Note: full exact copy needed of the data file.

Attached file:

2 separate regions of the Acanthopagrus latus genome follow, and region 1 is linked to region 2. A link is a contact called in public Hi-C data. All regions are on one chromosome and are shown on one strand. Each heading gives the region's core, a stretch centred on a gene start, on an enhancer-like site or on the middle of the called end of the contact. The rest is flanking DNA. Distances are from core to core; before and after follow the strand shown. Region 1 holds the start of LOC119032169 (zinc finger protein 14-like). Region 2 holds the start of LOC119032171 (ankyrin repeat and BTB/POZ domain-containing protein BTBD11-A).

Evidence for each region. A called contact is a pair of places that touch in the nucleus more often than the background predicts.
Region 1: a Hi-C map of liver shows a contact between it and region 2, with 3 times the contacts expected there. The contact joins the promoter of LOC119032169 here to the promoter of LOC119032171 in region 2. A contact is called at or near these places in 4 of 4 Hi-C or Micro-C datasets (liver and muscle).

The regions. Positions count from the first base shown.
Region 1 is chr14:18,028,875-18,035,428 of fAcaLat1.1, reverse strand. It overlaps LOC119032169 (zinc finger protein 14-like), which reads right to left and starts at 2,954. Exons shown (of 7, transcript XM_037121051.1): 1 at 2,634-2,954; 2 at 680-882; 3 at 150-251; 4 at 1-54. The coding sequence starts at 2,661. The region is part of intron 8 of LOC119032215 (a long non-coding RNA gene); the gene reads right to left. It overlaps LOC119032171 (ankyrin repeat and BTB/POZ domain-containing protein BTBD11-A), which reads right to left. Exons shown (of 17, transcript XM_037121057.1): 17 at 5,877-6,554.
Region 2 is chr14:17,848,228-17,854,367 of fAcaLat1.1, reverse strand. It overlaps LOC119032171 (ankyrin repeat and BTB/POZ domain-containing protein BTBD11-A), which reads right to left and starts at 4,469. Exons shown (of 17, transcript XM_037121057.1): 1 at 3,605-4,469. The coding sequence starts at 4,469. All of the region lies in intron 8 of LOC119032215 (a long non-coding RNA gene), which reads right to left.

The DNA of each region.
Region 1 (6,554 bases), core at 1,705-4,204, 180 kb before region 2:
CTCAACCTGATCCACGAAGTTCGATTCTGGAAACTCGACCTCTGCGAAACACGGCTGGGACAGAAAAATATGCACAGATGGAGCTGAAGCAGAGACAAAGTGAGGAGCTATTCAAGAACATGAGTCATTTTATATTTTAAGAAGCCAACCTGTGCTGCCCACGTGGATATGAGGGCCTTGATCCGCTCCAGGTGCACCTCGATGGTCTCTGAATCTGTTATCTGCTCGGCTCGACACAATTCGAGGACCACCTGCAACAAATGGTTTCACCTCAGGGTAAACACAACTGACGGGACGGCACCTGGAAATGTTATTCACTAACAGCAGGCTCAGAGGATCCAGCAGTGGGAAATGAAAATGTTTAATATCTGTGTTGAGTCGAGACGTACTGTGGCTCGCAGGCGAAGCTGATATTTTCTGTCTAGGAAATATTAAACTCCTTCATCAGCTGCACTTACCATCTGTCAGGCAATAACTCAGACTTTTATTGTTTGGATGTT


2 separate regions of the Acanthopagrus latus genome follow, and region 1 is linked to region 2. A link is a contact called in public Hi-C data. All regions are on one chromosome and are shown on one strand. Each heading gives the region's core, a stretch centred on a gene start, on an enhancer-like site or on the middle of the called end of the contact. The rest is flanking DNA. Distances are from core to core; before and after follow the strand shown. Region 1 holds the start of LOC119032169 (zinc finger protein 14-like). Region 2 holds the start of LOC119032171 (ankyrin repeat and BTB/POZ domain-containing protein BTBD11-A).

Evidence for each region. A called contact is a pair of places that touch in the nucleus more often than the background predicts.
Region 1: a Hi-C map of liver shows a contact between it and region 2, with 3 times the contacts expected there. The contact joins the promoter of LOC119032169 here to the promoter of LOC119032171 in region 2. A contact is called at or near these places in 4 of 4 Hi-C or Micro-C datasets (liver and muscle).

The regions. Positions count from the first base shown.
Region 1 is chr14:18,028,875-18,035,428 of fAcaLat1.1, reverse strand. It overlaps LOC119032169 (zinc finger protein 14-like), which reads right to left and starts at 2,954. Exons shown (of 7, transcript XM_037121051.1): 1 at 2,634-2,954; 2 at 680-882; 3 at 150-251; 4 at 1-54. The coding sequence starts at 2,661. The region is part of intron 8 of LOC119032215 (a long non-coding RNA gene); the gene reads right to left. It overlaps LOC119032171 (ankyrin repeat and BTB/POZ domain-containing protein BTBD11-A), which reads right to left. Exons shown (of 17, transcript XM_037121057.1): 17 at 5,877-6,554.
Region 2 is chr14:17,848,228-17,854,367 of fAcaLat1.1, reverse strand. It overlaps LOC119032171 (ankyrin repeat and BTB/POZ domain-containing protein BTBD11-A), which reads right to left and starts at 4,469. Exons shown (of 17, transcript XM_037121057.1): 1 at 3,605-4,469. The coding sequence starts at 4,469. All of the region lies in intron 8 of LOC119032215 (a long non-coding RNA gene), which reads right to left.

The DNA of each region.
Region 1 (6,554 bases), core at 1,705-4,204, 180 kb before region 2:
CTCAACCTGATCCACGAAGTTCGATTCTGGAAACTCGACCTCTGCGAAACACGGCTGGGACAGAAAAATATGCACAGATGGAGCTGAAGCAGAGACAAAGTGAGGAGCTATTCAAGAACATGAGTCATTTTATATTTTAAGAAGCCAACCTGTGCTGCCCACGTGGATATGAGGGCCTTGATCCGCTCCAGGTGCACCTCGATGGTCTCTGAATCTGTTATCTGCTCGGCTCGACACAATTCGAGGACCACCTGCAACAAATGGTTTCACCTCAGGGTAAACACAACTGACGGGACGGCACCTGGAAATGTTATTCACTAACAGCAGGCTCAGAGGATCCAGCAGTGGGAAATGAAAATGTTTAATATCTGTGTTGAGTCGAGACGTACTGTGGCTCGCAGGCGAAGCTGATATTTTCTGTCTAGGAAATATTAAACTCCTTCATCAGCTGCACTTACCATCTGTCAGGCAATAACTCAGACTTTTATTGTTTGGATGTT